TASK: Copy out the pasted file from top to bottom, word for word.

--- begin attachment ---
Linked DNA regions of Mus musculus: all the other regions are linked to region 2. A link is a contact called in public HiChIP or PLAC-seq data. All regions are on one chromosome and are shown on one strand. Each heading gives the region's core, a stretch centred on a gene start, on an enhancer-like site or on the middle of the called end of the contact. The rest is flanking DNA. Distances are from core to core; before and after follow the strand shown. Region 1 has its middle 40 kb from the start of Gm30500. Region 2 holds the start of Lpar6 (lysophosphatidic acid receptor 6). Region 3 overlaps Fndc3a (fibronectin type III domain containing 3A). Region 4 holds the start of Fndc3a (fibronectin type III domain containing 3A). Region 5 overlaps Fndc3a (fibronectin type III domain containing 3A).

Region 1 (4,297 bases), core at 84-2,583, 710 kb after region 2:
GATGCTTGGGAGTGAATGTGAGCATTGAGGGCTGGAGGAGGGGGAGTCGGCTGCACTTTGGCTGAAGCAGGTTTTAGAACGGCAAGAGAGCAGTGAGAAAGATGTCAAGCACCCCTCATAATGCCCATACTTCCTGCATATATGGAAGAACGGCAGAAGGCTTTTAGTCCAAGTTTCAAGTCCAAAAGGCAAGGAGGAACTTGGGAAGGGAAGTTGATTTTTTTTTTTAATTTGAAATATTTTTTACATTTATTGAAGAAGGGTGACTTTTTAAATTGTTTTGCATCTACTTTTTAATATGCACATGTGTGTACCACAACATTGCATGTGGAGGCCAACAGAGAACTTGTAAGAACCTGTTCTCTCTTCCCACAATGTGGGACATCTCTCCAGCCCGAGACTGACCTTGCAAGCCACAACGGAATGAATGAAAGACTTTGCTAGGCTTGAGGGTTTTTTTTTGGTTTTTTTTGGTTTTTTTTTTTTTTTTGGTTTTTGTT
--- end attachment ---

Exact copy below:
Linked DNA regions of Mus musculus: all the other regions are linked to region 2. A link is a contact called in public HiChIP or PLAC-seq data. All regions are on one chromosome and are shown on one strand. Each heading gives the region's core, a stretch centred on a gene start, on an enhancer-like site or on the middle of the called end of the contact. The rest is flanking DNA. Distances are from core to core; before and after follow the strand shown. Region 1 has its middle 40 kb from the start of Gm30500. Region 2 holds the start of Lpar6 (lysophosphatidic acid receptor 6). Region 3 overlaps Fndc3a (fibronectin type III domain containing 3A). Region 4 holds the start of Fndc3a (fibronectin type III domain containing 3A). Region 5 overlaps Fndc3a (fibronectin type III domain containing 3A).

Region 1 (4,297 bases), core at 84-2,583, 710 kb after region 2:
GATGCTTGGGAGTGAATGTGAGCATTGAGGGCTGGAGGAGGGGGAGTCGGCTGCACTTTGGCTGAAGCAGGTTTTAGAACGGCAAGAGAGCAGTGAGAAAGATGTCAAGCACCCCTCATAATGCCCATACTTCCTGCATATATGGAAGAACGGCAGAAGGCTTTTAGTCCAAGTTTCAAGTCCAAAAGGCAAGGAGGAACTTGGGAAGGGAAGTTGATTTTTTTTTTTAATTTGAAATATTTTTTACATTTATTGAAGAAGGGTGACTTTTTAAATTGTTTTGCATCTACTTTTTAATATGCACATGTGTGTACCACAACATTGCATGTGGAGGCCAACAGAGAACTTGTAAGAACCTGTTCTCTCTTCCCACAATGTGGGACATCTCTCCAGCCCGAGACTGACCTTGCAAGCCACAACGGAATGAATGAAAGACTTTGCTAGGCTTGAGGGTTTTTTTTTGGTTTTTTTTGGTTTTTTTTTTTTTTTTGGTTTTTGTT